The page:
Sense of Space, The

SUNY Press
Free sample

The Sense of Space brings together space and body to show that space is a plastic environment, charged with meaning, that reflects the distinctive character of human embodiment in the full range of its moving, perceptual, emotional, expressive, developmental, and social capacities. Drawing on the philosophies of Merleau-Ponty and Bergon, as well as contemporary psychology to develop a renewed account of the moving, perceiving body, the book suggests that our sense of space ultimately reflects our ethical relations to other people and to the place we inhabit. "I like the combination of sober scholarship with imaginative thought and writing. David Morris is fully at home in phenomenology, while being quite knowledgeable of existing and pertinent scientific literature. Having mastered both, he creates a dynamic tension between them, showing how each can fructify the other, albeit in very different ways. The result is truly impressive.
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About the author

David Morris is Associate Professor of Philosophy at Trent University.

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Additional Information

Publisher
SUNY Press
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Published on
Feb 29, 2012
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Pages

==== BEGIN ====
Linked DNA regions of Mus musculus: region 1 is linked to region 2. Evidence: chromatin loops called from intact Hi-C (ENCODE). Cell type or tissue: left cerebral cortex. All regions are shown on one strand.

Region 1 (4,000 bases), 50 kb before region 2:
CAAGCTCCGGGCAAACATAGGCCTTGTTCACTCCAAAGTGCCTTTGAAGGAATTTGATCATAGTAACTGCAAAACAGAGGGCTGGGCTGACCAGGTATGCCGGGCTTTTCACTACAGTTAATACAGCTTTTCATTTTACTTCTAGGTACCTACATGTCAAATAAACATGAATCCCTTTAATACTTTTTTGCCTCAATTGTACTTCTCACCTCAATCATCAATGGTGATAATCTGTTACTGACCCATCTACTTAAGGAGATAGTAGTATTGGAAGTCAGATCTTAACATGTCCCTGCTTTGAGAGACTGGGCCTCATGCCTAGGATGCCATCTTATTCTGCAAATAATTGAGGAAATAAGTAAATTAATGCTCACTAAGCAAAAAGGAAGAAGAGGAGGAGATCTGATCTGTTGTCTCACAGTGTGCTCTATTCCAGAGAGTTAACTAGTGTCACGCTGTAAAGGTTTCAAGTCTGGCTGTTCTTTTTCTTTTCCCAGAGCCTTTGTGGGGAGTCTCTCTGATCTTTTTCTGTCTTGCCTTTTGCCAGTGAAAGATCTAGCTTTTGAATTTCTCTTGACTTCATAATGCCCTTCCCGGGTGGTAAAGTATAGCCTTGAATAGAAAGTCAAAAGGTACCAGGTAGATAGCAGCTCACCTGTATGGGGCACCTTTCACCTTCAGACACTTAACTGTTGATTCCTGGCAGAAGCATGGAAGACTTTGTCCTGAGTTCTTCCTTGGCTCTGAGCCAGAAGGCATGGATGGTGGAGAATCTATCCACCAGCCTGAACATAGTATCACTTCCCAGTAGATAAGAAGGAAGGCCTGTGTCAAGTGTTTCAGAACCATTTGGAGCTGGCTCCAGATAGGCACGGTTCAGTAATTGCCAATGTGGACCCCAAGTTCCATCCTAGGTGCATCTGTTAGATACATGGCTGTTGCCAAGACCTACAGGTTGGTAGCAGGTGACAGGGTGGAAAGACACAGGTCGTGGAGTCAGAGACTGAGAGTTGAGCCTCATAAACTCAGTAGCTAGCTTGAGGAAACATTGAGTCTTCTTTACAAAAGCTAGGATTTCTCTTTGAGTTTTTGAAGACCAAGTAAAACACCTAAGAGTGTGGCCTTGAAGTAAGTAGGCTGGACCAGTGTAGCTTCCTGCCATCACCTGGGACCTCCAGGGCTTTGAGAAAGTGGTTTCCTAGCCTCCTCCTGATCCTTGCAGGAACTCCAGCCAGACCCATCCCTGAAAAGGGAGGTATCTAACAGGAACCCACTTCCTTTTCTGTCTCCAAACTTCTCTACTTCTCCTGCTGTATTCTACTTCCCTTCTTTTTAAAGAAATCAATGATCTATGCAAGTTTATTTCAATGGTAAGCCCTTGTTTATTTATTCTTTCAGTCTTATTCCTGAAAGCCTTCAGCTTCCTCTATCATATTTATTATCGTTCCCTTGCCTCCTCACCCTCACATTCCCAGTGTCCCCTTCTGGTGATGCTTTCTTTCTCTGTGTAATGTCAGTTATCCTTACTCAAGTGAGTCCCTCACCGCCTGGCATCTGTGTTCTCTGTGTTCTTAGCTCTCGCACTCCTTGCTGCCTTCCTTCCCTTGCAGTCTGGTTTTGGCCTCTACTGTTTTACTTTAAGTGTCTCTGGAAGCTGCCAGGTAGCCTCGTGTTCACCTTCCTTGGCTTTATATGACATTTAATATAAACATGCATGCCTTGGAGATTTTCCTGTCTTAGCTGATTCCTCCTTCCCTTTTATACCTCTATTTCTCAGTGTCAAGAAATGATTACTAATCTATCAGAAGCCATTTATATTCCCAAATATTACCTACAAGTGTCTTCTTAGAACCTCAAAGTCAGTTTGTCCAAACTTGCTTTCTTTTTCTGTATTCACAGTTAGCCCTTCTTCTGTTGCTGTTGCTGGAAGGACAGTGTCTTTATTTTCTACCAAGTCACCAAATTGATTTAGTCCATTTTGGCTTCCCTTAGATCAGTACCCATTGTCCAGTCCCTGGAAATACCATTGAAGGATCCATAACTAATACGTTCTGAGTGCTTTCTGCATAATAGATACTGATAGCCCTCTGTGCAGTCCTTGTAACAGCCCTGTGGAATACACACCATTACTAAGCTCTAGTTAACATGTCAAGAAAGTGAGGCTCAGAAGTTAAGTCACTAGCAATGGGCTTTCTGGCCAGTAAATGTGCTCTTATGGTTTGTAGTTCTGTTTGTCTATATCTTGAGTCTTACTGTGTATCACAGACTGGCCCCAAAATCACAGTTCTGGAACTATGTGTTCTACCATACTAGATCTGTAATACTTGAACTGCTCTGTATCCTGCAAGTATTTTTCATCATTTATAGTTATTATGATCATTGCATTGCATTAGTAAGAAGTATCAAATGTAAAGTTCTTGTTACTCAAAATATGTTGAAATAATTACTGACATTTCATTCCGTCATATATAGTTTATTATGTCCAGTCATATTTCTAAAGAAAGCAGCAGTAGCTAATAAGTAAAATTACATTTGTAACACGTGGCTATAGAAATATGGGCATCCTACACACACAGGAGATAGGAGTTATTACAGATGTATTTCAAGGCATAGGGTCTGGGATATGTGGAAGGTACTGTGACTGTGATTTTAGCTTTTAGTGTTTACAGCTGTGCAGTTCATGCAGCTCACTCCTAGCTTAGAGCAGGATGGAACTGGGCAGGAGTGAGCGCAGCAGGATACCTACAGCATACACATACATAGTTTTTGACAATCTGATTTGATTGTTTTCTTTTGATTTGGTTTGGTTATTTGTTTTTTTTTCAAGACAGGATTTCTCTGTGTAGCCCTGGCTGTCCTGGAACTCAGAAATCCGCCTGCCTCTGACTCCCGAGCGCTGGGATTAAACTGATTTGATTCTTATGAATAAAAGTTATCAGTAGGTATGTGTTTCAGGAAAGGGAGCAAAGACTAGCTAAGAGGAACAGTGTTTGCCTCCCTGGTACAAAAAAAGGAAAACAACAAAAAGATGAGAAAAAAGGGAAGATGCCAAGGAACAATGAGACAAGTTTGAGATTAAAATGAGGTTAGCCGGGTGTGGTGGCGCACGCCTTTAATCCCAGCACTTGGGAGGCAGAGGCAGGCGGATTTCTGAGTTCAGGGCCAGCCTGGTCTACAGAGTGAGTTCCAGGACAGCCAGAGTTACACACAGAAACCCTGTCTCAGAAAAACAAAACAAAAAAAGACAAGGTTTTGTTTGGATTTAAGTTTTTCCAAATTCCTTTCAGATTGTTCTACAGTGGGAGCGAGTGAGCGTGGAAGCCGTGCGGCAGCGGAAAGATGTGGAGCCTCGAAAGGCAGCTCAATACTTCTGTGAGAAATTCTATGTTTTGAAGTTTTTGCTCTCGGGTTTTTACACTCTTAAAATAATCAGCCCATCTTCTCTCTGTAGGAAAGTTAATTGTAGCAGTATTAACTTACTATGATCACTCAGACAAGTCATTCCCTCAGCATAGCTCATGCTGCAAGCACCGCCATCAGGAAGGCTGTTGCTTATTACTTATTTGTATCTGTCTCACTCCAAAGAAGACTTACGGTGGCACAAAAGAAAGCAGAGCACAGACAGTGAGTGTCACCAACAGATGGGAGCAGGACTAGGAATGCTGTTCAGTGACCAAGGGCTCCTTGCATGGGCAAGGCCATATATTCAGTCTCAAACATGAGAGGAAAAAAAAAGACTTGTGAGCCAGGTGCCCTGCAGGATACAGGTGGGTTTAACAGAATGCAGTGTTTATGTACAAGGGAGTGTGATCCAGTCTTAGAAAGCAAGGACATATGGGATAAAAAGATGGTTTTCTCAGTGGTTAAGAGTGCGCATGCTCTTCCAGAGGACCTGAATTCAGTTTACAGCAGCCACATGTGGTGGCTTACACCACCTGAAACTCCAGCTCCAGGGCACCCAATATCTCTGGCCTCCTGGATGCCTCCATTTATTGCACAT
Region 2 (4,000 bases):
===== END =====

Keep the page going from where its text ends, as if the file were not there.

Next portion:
220
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ISBN
9780791484593
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Best For
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Language
English
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Genres
Philosophy / Mind & Body
Philosophy / Movements / Phenomenology
Social Science / Human Geography
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Content Protection
This content is DRM protected.
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Eligible for Family Library

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 Scrum is the most widely used agile framework for developing software products.

 

Scrum in easy steps provides an introduction to Scrum, then steps through how a team gets going on a project and how they sustain performance and continually improve. It explores the three core roles in a Scrum team and how they work together effectively, and covers how a team works with others outside the team (an area most books on Scrum leave out).